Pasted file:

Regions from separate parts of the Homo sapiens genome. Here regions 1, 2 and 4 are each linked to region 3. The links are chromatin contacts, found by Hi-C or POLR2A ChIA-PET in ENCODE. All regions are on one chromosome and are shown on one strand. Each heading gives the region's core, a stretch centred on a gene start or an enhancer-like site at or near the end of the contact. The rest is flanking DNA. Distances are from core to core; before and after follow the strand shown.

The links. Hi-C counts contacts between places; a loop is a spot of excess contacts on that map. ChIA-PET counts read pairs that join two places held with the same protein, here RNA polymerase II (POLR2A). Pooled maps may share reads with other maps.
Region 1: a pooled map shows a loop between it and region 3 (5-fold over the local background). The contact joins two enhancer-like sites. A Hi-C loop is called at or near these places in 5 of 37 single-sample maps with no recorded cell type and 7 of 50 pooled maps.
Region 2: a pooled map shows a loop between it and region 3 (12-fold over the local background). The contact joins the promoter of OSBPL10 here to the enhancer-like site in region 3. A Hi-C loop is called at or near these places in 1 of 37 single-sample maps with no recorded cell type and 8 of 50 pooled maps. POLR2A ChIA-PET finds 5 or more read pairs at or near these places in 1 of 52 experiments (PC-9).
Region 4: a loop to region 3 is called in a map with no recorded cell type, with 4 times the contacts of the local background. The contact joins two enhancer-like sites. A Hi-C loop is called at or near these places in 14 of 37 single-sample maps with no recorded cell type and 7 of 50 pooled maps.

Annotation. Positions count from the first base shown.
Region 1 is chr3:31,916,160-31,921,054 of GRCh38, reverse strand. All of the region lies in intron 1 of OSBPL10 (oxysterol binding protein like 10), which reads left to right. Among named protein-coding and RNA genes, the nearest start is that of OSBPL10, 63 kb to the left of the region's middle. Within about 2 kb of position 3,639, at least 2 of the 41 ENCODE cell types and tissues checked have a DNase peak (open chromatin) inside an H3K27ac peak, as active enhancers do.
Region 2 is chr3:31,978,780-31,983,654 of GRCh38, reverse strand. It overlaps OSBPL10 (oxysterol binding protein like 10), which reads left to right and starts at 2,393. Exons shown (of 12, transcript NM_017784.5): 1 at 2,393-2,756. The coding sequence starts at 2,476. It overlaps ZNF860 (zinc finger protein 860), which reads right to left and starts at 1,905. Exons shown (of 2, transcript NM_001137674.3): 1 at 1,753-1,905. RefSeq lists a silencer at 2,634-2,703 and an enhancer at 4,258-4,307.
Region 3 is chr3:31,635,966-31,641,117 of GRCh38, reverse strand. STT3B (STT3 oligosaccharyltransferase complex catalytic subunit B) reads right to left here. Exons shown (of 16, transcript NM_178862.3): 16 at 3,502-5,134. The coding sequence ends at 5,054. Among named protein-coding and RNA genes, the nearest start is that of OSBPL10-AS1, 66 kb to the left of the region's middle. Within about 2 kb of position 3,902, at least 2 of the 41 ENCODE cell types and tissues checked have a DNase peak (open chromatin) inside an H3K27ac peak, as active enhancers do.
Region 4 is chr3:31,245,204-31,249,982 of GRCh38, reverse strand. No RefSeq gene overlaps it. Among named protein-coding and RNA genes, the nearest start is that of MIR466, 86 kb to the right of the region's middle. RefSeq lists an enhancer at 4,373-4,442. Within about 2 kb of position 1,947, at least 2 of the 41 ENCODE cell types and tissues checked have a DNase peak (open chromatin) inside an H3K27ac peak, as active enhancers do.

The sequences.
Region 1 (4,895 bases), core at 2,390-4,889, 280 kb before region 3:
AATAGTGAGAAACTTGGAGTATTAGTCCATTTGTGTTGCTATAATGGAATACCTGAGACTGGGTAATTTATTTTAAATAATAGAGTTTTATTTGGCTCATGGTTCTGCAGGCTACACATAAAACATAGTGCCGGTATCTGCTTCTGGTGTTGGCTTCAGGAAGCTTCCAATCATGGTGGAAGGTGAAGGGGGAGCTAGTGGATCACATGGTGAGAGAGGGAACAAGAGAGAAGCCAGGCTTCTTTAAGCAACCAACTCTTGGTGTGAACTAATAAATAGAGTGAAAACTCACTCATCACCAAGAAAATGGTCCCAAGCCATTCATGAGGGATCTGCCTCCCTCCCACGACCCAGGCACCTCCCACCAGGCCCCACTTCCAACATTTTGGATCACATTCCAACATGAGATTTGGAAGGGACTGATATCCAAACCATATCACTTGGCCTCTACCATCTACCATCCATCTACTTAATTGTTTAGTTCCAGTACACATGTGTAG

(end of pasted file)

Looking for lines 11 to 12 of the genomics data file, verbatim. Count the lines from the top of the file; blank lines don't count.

The sequences.
Region 1 (4,895 bases), core at 2,390-4,889, 280 kb before region 3: